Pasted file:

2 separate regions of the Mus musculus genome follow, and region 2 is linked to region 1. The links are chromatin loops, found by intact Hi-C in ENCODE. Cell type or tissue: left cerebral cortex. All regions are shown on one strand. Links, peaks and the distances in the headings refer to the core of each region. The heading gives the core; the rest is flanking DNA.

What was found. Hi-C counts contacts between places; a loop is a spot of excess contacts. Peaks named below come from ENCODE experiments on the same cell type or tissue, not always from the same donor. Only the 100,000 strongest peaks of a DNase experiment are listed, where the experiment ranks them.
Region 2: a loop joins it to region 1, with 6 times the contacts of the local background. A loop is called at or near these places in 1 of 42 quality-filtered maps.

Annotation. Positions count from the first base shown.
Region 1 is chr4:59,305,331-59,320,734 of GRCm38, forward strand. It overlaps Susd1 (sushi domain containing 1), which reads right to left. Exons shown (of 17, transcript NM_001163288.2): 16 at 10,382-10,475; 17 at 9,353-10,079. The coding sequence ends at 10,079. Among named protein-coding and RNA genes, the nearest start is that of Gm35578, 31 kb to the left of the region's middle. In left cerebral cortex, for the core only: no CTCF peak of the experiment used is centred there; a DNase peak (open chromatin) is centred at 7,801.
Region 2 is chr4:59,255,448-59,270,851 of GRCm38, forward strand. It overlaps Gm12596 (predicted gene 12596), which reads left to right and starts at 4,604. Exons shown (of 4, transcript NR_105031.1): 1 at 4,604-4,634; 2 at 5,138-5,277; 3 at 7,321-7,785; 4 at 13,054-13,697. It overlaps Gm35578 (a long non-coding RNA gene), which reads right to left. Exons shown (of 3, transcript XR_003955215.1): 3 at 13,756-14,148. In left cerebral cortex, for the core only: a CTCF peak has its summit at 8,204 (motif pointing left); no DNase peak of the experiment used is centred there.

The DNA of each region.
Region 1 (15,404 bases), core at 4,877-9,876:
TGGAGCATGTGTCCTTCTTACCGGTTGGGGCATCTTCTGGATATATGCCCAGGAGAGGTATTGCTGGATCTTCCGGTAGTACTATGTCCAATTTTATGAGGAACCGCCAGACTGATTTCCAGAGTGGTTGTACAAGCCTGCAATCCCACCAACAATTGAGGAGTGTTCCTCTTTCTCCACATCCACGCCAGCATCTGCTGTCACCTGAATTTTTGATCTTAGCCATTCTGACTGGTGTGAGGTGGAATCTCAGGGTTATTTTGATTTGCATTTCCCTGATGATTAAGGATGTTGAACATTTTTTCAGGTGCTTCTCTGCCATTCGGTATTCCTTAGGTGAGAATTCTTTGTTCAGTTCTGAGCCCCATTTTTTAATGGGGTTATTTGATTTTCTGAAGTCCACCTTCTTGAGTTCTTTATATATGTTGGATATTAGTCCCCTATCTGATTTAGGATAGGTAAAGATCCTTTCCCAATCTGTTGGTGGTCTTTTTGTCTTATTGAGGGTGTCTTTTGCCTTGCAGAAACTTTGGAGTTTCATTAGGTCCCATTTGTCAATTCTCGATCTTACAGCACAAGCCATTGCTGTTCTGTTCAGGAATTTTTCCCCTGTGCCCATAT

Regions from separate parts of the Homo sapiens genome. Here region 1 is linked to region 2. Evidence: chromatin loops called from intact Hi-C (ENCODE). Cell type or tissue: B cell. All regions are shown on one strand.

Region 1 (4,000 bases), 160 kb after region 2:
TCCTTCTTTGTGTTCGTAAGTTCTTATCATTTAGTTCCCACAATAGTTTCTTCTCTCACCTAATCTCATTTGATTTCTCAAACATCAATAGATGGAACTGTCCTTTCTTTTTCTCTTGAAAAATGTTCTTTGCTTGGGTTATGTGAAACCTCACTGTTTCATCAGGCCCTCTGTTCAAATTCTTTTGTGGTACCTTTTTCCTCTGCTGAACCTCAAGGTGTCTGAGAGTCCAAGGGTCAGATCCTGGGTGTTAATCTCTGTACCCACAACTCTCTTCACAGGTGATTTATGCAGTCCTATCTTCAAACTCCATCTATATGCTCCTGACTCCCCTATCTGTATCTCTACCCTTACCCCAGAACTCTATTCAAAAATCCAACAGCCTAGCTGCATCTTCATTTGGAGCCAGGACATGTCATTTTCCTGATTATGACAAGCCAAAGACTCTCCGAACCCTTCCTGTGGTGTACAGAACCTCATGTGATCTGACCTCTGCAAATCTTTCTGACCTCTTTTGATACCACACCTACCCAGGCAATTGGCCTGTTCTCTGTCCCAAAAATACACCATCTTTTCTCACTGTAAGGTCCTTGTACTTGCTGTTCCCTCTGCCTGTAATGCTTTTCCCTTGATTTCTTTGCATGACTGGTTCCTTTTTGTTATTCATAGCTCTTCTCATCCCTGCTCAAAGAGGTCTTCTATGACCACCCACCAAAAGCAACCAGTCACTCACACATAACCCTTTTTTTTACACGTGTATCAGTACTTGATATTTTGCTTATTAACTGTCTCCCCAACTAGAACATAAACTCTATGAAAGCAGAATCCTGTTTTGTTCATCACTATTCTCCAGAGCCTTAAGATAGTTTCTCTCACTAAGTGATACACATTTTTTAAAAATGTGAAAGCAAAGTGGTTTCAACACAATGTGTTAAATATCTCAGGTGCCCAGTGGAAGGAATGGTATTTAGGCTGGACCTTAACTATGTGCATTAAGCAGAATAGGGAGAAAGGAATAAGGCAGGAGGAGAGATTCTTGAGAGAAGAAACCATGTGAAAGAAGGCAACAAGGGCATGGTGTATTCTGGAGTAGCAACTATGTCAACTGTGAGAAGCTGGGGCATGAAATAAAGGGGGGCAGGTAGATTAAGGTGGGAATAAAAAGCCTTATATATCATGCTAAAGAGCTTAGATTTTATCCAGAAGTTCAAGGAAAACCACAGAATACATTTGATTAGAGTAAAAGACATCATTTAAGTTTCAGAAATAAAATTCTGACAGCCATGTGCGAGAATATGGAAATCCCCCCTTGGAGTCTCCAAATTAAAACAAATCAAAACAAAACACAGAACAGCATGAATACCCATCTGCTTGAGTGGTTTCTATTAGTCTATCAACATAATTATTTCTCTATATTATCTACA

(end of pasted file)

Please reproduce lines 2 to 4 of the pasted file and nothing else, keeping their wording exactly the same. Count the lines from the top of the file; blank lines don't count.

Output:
What was found. Hi-C counts contacts between places; a loop is a spot of excess contacts. Peaks named below come from ENCODE experiments on the same cell type or tissue, not always from the same donor. Only the 100,000 strongest peaks of a DNase experiment are listed, where the experiment ranks them.
Region 2: a loop joins it to region 1, with 6 times the contacts of the local background. A loop is called at or near these places in 1 of 42 quality-filtered maps.

Annotation. Positions count from the first base shown.